Airline Sues Passenger for Skipping Part of Return Flight to Save Money
You'd think by now everyone knows what's going on between passengers and airlines: They try to charge you as much as they can for increasingly expensive add-ons, and you pay as little as you can by not using them.
You'd think by now everyone knows what's going on between passengers and airlines: They try to charge you as much as they can for increasingly expensive add-ons, and you pay as little as you can by not using them, and we all move on with our weekend trips to Miami.
And yet, Lufthansa Airlines of Germany is actually suing a passenger for trying to game the system. We'll get into exactly how in a second, but Lufthansa wants him to pay more than $2,000 after he took advantage of a cheap way to travel between cities, according to NPR.
The passenger was technically traveling on a round-trip ticket from Oslo to Seattle, but to get a better deal, he didn't travel to his final destination. He was trying to use what travel folks in the know call "hidden city" ticketing. Basically, you get a cheaper flight by traveling to a city as a layover, rather than traveling to it as a final destination -- all you have to do is get off at the layover stop instead of flying to the final destination on the ticket.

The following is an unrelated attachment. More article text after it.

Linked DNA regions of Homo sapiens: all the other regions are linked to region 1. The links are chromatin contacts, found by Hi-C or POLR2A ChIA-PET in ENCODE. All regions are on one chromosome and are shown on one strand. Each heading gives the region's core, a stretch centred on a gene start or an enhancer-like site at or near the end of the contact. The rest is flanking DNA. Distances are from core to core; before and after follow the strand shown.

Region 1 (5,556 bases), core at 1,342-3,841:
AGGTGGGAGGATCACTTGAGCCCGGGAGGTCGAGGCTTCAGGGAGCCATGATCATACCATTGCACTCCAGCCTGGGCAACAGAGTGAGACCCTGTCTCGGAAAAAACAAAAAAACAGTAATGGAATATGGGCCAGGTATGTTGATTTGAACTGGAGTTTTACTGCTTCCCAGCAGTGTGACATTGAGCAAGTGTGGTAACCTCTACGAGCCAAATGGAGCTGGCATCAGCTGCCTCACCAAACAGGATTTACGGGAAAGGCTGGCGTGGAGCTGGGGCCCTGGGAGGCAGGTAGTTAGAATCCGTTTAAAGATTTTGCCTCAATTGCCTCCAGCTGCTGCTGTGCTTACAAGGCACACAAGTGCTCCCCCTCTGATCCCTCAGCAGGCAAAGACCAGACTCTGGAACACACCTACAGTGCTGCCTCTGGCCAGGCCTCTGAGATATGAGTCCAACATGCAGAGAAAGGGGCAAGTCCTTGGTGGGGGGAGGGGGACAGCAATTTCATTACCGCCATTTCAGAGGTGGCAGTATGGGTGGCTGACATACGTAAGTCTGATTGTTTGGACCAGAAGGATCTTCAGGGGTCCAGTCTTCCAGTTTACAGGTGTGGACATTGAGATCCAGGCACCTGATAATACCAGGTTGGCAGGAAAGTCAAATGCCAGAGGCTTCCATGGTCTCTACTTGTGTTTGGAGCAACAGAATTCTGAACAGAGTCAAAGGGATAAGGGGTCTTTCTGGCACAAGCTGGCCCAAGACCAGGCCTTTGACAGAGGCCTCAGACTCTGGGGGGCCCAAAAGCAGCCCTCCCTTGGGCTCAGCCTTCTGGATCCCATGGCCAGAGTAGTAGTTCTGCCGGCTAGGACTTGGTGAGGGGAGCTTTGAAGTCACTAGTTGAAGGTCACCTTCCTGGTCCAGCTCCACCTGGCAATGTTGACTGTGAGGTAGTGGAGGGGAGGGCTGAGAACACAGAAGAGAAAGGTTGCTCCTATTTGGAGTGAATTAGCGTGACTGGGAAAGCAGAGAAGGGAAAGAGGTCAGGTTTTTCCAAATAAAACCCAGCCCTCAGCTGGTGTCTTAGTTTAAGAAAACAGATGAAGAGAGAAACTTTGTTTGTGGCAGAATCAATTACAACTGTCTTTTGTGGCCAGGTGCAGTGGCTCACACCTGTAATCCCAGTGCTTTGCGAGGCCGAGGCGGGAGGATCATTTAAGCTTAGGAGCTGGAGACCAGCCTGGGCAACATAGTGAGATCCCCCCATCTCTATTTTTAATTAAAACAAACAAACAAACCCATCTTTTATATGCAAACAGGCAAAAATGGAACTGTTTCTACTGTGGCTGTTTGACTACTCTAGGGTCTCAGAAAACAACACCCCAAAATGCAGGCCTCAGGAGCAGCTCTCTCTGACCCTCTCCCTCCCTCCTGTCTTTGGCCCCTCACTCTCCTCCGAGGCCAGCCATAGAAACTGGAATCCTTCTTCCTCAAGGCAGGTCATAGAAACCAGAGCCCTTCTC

NPR reports that the passenger paid 657 euros (about $741) to fly in business class from Oslo to Seattle and back, with layovers in Frankfurt, but just got off in Frankfurt and flew to Berlin on another ticket. The airline is claiming that the trip actually should've cost 2,769 euros, and is attempting to get a court order to make him pay the difference, with interest.
Obviously, he's pushing back on this. And a district court in Berlin sided with him, saying that its method for calculating prices is "completely intransparent." But according to CNN, the airline is moving forward and will file an appeal.
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